Objectives: Physical activity can promote well-being and assist in the prevention and management of psychological symptoms. The aim of this study was to identify what physical activity contexts are preferred by adults with psychosocial difficulties.
Design: Cross-sectional population based study.
Methods: Data were from a mail survey of 7873 adults aged 42-67 years. Psychosocial difficulties were assessed using the Kessler6, and categorized as no distress (0-7) or distress (8-24). Respondents indicated the extent to which they disagreed or agreed with a preference for each of 14 activity contexts, and were categorized as disagree, no preference, or agree. Data were analyzed using (1) descriptive statistics and (2) multi-level multinomial logistic regression with adjustment for sociodemographic and health variables; adjusted odds ratios and 95% confidence intervals are reported.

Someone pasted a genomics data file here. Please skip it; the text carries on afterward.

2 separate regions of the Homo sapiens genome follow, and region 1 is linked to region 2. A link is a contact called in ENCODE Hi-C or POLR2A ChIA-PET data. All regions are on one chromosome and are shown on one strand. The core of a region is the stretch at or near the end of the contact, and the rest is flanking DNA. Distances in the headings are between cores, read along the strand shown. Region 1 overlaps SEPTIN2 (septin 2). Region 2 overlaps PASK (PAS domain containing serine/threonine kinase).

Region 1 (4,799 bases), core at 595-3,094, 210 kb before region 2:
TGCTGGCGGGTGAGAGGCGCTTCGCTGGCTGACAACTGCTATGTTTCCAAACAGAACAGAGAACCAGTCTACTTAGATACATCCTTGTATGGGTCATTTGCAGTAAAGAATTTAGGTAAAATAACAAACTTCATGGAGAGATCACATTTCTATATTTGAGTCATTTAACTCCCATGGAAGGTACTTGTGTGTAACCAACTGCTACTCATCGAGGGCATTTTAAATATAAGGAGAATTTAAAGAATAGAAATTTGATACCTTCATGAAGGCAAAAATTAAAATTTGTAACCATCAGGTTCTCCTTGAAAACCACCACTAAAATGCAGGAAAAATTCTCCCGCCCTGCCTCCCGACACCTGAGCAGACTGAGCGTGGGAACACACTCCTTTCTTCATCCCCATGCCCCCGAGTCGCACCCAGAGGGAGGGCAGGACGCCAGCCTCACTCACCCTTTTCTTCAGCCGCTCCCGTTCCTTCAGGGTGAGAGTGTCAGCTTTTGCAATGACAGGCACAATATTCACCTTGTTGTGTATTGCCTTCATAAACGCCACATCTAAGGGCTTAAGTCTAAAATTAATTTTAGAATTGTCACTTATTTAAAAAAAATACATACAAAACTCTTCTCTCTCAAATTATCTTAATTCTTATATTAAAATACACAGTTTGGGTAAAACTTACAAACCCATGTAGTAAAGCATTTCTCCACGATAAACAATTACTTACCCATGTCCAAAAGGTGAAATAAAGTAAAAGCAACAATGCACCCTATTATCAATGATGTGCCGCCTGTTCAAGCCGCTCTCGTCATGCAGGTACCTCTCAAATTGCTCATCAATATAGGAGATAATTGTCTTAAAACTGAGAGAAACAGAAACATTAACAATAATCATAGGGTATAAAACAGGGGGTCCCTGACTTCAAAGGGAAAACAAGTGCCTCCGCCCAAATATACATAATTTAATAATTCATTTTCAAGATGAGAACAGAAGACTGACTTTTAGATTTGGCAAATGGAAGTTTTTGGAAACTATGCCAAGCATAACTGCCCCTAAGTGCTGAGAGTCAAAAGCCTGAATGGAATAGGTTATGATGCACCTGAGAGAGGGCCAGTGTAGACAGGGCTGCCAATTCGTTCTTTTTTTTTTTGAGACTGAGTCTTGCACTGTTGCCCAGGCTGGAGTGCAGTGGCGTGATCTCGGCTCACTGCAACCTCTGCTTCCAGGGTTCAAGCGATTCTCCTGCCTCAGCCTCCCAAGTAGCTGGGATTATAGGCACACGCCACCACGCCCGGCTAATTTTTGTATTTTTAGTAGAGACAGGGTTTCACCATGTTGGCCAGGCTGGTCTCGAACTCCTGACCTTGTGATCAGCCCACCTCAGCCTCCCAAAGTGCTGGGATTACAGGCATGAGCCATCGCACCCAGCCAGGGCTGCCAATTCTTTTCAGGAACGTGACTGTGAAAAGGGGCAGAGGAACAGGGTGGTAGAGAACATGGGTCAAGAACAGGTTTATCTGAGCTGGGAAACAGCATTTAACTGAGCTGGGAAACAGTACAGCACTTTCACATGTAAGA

Results: Approximately 12% of respondents were categorized as psychologically distressed. Over 60% of distressed respondents disagreed with a preference for competitive activities; and agreed with a preference for activities that can be done close to home, involve little or no cost, can be done alone, are done outdoors, and that are not just about exercise. Distressed respondents had higher odds to prefer supervised activities (1.64; 1.32-2.03), activities done with people of the same sex (1.41; 1.12-1.78), and activities done at a fixed time with scheduled sessions (1.32; 1.08-1.62) than those without distress.
Conclusions: Mid-aged adults with psychological distress have specific physical activity context preferences. These preferences could be incorporated into the planning and promotion of physical activity opportunities for people with psychosocial difficulties.